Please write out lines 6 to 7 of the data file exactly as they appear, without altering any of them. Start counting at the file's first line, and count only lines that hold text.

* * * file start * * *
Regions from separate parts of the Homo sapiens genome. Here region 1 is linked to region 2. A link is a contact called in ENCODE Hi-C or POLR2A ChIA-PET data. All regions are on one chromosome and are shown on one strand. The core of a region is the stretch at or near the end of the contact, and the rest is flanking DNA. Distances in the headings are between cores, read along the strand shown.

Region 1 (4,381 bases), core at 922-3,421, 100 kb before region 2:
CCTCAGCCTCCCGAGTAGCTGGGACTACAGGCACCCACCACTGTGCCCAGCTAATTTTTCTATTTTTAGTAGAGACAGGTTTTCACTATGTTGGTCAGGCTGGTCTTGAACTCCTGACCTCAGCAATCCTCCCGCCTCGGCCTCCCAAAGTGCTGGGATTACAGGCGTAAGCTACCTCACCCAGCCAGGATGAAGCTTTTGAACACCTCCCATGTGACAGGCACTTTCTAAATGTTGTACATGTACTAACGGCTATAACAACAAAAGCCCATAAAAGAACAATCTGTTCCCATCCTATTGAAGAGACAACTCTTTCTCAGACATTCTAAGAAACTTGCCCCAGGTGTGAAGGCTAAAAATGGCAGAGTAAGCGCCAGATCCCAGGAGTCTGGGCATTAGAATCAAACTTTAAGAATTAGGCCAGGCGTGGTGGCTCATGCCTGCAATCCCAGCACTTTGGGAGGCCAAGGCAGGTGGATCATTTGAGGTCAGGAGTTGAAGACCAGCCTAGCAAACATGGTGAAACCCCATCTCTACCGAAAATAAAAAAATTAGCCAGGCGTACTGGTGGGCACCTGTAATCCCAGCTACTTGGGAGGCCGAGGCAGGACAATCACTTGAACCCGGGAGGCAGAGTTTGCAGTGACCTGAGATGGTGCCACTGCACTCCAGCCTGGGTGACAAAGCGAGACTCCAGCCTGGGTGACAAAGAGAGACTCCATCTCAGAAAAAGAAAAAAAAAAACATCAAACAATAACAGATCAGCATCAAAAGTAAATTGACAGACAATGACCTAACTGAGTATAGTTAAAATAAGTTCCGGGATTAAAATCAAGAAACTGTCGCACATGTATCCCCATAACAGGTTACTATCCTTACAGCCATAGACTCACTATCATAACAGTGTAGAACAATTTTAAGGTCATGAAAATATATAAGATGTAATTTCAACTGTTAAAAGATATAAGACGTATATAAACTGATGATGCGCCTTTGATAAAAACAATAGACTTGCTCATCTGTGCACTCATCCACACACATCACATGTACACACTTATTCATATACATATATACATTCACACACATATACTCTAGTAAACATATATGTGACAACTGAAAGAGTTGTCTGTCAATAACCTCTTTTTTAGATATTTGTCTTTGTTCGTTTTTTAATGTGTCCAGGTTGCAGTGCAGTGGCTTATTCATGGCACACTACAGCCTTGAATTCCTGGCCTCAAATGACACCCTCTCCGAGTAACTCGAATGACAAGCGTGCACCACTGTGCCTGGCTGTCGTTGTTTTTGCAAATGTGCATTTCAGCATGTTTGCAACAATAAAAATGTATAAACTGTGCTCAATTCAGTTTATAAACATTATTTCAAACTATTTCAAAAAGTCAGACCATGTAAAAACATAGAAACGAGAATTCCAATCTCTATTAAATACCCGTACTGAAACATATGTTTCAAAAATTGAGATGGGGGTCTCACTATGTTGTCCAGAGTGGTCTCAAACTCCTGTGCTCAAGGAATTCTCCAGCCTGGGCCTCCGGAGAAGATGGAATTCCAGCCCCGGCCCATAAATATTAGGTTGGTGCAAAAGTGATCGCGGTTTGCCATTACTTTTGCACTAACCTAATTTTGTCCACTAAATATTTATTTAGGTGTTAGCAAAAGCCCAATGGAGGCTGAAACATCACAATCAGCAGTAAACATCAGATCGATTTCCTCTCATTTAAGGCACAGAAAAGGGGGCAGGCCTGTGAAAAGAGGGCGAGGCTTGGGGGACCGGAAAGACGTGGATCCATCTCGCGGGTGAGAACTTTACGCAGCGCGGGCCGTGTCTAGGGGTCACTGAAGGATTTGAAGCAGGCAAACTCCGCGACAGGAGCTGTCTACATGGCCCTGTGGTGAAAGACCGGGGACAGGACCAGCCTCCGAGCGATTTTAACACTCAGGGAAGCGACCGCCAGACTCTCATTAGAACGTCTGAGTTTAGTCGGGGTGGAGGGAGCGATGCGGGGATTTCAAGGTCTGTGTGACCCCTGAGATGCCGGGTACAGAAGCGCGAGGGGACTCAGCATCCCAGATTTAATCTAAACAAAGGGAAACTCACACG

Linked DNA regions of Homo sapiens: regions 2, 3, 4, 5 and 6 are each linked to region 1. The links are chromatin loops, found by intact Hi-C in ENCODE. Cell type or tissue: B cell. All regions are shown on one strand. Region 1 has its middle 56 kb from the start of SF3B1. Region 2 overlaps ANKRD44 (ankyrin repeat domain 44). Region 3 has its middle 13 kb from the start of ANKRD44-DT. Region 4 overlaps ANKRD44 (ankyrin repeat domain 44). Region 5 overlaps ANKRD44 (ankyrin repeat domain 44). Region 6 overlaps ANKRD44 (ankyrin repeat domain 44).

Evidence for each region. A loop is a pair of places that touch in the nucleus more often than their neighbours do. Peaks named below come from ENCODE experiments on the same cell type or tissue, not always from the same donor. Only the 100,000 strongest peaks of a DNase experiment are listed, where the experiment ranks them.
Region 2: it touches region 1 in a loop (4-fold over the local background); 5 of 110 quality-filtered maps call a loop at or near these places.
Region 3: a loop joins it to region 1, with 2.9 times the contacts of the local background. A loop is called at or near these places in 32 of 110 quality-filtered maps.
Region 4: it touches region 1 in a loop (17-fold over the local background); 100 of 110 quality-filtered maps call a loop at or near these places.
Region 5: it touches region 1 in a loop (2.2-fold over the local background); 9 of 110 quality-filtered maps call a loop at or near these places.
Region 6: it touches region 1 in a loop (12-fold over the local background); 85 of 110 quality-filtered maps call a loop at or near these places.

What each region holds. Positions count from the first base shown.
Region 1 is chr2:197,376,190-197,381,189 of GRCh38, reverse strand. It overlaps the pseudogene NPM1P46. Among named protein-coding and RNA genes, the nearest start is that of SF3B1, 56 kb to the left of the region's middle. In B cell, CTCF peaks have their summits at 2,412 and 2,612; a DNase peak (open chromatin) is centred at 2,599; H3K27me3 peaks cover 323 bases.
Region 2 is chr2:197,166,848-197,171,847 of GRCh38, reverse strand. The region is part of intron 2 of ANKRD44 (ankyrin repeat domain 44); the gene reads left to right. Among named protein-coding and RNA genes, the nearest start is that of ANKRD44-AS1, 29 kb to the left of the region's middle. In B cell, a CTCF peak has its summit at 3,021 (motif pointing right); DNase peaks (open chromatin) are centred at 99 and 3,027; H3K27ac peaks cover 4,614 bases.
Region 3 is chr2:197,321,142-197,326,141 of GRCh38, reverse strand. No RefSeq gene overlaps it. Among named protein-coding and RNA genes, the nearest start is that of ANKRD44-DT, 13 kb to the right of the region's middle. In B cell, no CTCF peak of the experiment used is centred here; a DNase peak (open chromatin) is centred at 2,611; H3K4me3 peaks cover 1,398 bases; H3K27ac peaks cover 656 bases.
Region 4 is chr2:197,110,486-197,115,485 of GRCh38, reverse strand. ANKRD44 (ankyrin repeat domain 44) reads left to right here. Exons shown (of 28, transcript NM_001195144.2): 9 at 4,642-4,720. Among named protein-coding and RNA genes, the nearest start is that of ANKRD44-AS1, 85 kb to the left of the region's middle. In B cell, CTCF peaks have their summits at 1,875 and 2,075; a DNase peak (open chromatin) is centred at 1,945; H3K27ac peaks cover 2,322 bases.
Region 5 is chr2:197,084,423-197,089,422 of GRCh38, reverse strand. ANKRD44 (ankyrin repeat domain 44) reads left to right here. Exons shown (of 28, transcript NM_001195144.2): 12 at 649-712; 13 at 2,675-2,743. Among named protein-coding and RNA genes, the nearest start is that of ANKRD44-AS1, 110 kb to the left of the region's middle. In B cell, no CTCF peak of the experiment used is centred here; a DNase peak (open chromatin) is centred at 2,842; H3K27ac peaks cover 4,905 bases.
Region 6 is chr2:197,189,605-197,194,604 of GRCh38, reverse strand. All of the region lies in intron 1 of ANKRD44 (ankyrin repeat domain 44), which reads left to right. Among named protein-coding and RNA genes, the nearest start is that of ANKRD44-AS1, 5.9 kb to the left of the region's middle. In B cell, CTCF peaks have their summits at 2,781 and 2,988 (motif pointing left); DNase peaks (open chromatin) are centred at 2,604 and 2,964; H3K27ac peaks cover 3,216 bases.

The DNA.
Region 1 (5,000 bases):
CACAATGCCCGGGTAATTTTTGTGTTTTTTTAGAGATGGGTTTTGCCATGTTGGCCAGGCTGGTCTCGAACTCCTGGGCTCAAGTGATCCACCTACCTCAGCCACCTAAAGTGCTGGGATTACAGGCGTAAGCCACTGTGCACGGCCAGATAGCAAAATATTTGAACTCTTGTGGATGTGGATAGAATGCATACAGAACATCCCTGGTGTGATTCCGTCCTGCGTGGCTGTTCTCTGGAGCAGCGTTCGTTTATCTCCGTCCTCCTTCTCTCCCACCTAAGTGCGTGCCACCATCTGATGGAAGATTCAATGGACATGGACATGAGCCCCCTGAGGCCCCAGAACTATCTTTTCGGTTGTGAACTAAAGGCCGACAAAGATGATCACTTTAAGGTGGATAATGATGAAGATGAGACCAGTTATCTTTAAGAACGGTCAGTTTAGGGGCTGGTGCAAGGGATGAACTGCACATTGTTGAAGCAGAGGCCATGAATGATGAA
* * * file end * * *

Region 2: it touches region 1 in a loop (4-fold over the local background); 5 of 110 quality-filtered maps call a loop at or near these places.
Region 3: a loop joins it to region 1, with 2.9 times the contacts of the local background. A loop is called at or near these places in 32 of 110 quality-filtered maps.